When we copy and paste, we produce duplicate code. When code becomes duplicated, we have to make double the changes when we must writer updates to our api. And when we unnecessarily have to make double or triple the changes, our code becomes unmaintainable. The builder pattern is a simple but powerful pattern that solves all of those issues in one swoop!

The Chain of Responsibility Pattern

The Chain of Responsibility (COR) is a pattern that allows some request to be sent, received, and handled by multiple objects. These objects (which are just functions) are not dependent on the implementation details of the previous nor the next request and can decide what to do when it runs its execution. They can also either abort the whole chain or decide to let the request continue on to the next object (or function) in the chain.

Here is an example of the pattern used in DOM:

<div id="root" onclick="onBtnContainerClick()">
  <button>Say hello</button>

There's not really an "official" or correct way to implement this pattern as long as the functions can chain one after another in a controllable and predictable way.

ExpressJS also uses this pattern as well in their router to pass middleware handlers from one handler to the next:

  function (req, res, next) {
    // if the user ID is 0, skip to the next route
    if ( === '0') next('route')
    // otherwise pass the control to the next middleware function in this stack
    else next()
  function (req, res, next) {
    // send a regular response

But if you're wondering how exactly handlers get linked to eachother by next() calls, it works exactly like how a linked list data structure works.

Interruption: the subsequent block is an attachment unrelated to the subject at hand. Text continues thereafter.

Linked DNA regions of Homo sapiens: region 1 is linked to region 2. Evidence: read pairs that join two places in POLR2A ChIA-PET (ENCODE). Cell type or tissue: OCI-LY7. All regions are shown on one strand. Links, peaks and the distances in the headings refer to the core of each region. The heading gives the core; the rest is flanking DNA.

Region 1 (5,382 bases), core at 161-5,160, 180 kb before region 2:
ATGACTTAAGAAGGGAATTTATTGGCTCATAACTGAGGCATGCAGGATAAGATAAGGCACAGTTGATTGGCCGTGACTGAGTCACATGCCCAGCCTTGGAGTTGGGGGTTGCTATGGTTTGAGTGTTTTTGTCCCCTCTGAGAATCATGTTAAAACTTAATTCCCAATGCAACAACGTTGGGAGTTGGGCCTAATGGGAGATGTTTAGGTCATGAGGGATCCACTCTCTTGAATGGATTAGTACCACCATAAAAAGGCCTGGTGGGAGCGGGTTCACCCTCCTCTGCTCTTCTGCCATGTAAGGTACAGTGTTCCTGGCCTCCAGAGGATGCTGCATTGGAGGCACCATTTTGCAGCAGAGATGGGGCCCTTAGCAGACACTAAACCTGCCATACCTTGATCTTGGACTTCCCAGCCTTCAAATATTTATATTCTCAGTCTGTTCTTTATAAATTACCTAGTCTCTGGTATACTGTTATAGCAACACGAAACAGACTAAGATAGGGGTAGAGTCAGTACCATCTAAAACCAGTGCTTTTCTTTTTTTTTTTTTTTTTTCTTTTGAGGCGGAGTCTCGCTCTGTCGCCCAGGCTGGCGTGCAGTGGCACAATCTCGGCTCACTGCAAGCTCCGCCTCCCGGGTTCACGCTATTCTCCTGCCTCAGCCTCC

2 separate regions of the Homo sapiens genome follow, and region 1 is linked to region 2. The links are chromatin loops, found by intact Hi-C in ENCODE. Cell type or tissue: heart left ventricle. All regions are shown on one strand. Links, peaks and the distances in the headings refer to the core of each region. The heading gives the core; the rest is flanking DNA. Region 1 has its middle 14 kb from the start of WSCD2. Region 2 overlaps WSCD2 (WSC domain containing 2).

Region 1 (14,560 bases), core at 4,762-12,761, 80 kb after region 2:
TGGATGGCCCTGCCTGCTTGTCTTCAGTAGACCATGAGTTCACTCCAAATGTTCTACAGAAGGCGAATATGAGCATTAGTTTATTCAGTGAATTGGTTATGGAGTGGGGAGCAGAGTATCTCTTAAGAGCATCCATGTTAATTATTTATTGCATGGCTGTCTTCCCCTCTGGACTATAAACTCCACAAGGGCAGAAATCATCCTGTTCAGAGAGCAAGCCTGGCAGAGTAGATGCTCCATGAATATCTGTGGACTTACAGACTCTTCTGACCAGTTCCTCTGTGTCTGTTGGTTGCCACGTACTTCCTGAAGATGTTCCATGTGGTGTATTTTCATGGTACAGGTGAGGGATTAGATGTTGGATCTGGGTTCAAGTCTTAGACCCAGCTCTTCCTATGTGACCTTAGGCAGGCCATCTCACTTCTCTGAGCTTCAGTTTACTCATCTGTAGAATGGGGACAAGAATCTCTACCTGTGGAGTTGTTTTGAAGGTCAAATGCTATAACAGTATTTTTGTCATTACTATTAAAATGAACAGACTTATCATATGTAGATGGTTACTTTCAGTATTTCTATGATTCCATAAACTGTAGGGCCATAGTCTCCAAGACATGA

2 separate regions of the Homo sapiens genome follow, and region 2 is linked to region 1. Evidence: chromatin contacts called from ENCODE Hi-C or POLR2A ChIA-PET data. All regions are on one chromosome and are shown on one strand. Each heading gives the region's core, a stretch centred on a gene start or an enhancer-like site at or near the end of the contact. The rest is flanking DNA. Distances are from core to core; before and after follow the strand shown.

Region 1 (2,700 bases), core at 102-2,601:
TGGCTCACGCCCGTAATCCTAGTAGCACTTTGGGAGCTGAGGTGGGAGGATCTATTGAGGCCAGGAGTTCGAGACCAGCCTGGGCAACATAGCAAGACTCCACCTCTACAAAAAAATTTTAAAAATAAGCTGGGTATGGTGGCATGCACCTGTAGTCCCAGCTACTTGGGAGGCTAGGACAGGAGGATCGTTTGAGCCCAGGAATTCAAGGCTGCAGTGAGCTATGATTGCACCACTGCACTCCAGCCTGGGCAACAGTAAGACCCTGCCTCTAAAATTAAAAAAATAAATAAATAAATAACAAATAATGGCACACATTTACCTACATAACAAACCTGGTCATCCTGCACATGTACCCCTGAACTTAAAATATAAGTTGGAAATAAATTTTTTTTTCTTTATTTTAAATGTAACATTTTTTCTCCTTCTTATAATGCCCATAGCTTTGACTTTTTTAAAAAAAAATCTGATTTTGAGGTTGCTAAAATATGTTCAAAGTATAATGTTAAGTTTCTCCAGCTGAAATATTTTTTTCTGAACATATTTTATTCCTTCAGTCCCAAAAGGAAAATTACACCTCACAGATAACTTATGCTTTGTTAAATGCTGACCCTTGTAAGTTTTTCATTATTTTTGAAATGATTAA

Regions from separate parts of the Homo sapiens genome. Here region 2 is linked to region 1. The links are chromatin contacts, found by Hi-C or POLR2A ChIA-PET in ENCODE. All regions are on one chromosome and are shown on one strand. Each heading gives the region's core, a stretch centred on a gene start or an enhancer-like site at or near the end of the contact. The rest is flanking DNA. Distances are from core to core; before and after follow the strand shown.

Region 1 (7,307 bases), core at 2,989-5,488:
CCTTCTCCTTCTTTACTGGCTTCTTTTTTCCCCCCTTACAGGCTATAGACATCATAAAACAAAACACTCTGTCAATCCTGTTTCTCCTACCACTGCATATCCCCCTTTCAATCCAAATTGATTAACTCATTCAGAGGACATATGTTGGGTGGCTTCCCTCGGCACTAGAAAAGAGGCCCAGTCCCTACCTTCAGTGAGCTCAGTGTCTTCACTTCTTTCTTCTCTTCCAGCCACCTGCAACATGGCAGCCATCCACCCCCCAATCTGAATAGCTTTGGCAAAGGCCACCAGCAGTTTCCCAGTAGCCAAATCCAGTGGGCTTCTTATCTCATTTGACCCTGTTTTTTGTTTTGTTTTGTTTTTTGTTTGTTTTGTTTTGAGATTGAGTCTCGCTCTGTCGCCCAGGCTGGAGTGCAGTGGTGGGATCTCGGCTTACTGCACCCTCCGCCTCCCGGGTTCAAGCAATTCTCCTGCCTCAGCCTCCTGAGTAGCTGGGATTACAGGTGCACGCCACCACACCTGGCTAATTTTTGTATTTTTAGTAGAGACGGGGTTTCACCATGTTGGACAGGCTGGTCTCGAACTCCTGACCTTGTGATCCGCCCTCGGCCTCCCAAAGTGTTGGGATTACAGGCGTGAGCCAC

There's no right way to implement this pattern in practice but here is an example that links handlers together:

class Fighter {
  constructor() {
    this.hp = 100 = null

  fight(target) {
    target.hp -= 25 &&

class FistFighters {
  constructor() {
    this.fighters = []

  addFighter(fighter) {
    if (this.fighters.length) {
      this.fighters[this.fighters.length - 1].next = fighter

  fight(target) {

const mob = new FistFighters()

const joe = new Fighter()
const michael = new Fighter()
const jacob = new Fighter()
const mojo = new Fighter()


const jim = new Fighter()


console.log(jim) // He died because his hp is down to 0 because the mob chained michael, jacob, mojo


Optional Chaining

Accessing nested objects is a dangerous operation because if our code doesn't handle when values are empty or simply whose prototype isn't inherited from the object prototype we can be thrown a TypeError which can crash our program.

Here is what I mean:

const buckets = {
  red: {
    name: 'RedBucket',
    items: [1, 2, 10],

const redBucketItems =[1]

If we tried to access[1] when items is accidentally set to a non-object like data type (like a null value), we would get something unpleasant that looks like this:

Uncaught TypeError: Cannot read properties of null (reading '1')

JavaScript provides a way to make this easier called optional chaining which simplifies accessing values through objects that are connected which at some point might become null or anything other than objects:[1]

// to:

buckets?.red?.items?.[1] // Result: undefined   (but no crash!)

Promise Chaining

function fetchFrogs() {
  return new Promise((resolve, reject) => {
    return fetch('')

By chaining promises together you can write asynchronous code where each of your functions will be promised (literally) to receive their data in time:

function callMeWhenYouGetMyFrogs(frogs) {
    `Here is a list of frogs fetched: ${JSON.stringify(frogs, null, 2)}`,

  .then((response) => response.json())
  .then((data) => data.frogs)
  .then((frogs) => callMeWhenYouGetMyFrogs(frogs))


And that concludes the end of this post! I hope you found this to be valuable and look out for more in the future!